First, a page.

Planned Parenthood will be staying in the Texas Women’s Health Program at least until the end of the year despite promises by Governor Rick Perry that they would be excluded as of November 1. CBS news reports:
“Health and Human Service Commissioner Kyle Janek said the program will not begin operating immediately and may not take effect until the end of the year since Texas expects federal funding to continue at least until Dec. 31.”
In an election year when partisanship and finger-pointing may be at an all-time high, Texas has been as visible as any state in the country. The state which produced the last president (George W. Bush) and his successor in the Governor’s mansion who also became a presidential candidate (Rick Perry), also showcases the already contentious issue of health care, providing conflict part and parcel of the nationwide debate.
With the passage of the he Patient Protection and Affordable Care Act (PPACA) commonly referred to as Obamacare and accusations of a GOP “War on Women,” the entire country has been divided up largely upon party lines and leave it to Texas to prominenty display an example of the wrestling match.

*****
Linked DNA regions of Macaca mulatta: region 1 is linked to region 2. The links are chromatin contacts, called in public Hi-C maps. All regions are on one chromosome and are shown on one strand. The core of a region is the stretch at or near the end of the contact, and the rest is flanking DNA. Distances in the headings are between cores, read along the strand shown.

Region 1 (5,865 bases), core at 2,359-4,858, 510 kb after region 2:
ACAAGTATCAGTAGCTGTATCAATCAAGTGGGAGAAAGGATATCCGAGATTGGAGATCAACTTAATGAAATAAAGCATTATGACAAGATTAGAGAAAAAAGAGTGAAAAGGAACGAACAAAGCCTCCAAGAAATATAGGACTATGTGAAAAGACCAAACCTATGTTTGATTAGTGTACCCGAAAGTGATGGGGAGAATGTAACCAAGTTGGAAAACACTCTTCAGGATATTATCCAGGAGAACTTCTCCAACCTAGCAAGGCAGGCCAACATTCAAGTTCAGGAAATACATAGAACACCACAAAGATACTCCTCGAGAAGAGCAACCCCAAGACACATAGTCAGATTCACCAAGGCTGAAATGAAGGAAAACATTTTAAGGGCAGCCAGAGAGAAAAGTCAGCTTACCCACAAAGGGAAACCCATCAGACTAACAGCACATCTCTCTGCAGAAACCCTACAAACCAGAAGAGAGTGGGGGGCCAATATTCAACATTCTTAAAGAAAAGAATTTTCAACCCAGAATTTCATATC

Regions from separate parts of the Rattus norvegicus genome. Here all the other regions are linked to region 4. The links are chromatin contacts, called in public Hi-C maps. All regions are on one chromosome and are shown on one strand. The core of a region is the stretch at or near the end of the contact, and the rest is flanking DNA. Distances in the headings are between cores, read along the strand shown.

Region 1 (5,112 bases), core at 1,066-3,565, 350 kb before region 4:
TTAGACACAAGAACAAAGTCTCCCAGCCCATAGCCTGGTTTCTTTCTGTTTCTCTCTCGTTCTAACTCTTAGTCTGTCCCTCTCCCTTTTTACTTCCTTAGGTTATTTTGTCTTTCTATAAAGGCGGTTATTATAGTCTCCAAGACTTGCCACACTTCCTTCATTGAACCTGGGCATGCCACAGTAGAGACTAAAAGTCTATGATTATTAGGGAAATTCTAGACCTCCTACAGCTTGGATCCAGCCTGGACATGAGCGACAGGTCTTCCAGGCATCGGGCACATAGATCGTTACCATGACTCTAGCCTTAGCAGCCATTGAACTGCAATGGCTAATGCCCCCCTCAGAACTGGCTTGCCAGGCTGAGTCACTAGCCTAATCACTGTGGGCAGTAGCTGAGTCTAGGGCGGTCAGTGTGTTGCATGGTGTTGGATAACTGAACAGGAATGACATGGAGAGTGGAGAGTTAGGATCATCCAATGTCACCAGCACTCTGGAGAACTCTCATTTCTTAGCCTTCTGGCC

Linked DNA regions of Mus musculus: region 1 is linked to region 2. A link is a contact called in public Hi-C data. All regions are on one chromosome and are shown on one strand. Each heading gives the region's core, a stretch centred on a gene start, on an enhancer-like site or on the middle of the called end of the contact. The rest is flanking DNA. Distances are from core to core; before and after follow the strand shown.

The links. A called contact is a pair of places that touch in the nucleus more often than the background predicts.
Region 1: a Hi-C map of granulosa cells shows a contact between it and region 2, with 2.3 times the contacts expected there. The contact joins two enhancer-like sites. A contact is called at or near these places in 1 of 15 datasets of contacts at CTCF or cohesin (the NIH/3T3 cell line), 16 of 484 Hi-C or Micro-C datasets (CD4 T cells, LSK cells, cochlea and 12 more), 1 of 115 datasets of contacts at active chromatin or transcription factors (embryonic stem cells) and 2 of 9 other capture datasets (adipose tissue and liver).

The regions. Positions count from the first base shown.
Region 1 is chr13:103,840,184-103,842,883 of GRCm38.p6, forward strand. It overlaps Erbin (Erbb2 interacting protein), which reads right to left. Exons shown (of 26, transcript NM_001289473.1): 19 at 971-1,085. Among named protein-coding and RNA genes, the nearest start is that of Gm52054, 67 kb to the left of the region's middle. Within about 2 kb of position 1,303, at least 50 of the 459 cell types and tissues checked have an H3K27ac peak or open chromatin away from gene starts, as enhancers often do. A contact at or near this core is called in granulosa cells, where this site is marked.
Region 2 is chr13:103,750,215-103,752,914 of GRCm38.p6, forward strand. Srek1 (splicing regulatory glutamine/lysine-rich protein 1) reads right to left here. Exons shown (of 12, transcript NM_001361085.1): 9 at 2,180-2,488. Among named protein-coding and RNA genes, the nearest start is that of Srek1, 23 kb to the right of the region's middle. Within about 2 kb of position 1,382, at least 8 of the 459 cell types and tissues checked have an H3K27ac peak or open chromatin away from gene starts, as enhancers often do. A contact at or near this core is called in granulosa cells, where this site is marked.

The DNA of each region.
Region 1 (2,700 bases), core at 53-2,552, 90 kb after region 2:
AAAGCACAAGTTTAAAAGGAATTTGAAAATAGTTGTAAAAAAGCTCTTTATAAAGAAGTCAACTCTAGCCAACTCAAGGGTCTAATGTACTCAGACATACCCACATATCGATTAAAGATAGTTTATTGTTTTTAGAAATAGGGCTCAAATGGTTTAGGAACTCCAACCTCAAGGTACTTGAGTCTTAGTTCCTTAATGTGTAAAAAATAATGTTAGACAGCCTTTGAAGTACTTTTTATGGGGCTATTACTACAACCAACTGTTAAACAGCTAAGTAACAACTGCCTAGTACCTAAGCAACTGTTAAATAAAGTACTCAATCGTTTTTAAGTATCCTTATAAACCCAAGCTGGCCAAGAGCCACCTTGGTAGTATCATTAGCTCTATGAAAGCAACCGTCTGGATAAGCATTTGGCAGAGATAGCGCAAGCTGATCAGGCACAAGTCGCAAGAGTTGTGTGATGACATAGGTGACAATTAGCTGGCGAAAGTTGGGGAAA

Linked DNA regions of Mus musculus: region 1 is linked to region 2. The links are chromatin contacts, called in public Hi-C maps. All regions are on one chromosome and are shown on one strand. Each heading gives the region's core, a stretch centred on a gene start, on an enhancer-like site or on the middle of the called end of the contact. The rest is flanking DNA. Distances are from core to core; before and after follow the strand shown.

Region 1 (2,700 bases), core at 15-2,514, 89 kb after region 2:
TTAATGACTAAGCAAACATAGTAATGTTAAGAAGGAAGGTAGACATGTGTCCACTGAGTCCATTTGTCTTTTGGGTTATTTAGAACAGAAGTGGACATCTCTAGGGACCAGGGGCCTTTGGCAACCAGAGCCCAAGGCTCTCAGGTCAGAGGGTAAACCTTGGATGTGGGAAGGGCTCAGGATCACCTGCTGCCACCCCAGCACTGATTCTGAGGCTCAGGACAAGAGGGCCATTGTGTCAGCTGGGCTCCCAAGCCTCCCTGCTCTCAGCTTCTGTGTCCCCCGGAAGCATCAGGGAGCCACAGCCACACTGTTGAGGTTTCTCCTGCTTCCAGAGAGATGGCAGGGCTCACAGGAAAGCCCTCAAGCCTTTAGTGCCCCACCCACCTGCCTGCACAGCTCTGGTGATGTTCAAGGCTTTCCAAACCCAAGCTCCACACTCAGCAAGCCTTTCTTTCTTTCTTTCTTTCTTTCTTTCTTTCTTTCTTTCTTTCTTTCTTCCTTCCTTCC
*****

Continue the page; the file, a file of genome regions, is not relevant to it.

When hyperbole has become the new normal it has often become hard to distinguish what is legitimate from what is an exaggeration, Democrats and Republicans accuse each other of crimes so heinous one can only wonder why anyone would ever get into politics and the battle over the Texas WHS and Medicaid funding for Planned Parenthood has been a notable example.
State representative Donna Howard (D-Austin) sent a postcard to voters in her district stating “At Rick Perry’s urging, extremists in the Legislature denied critically needed health care to thousands of Texas women.”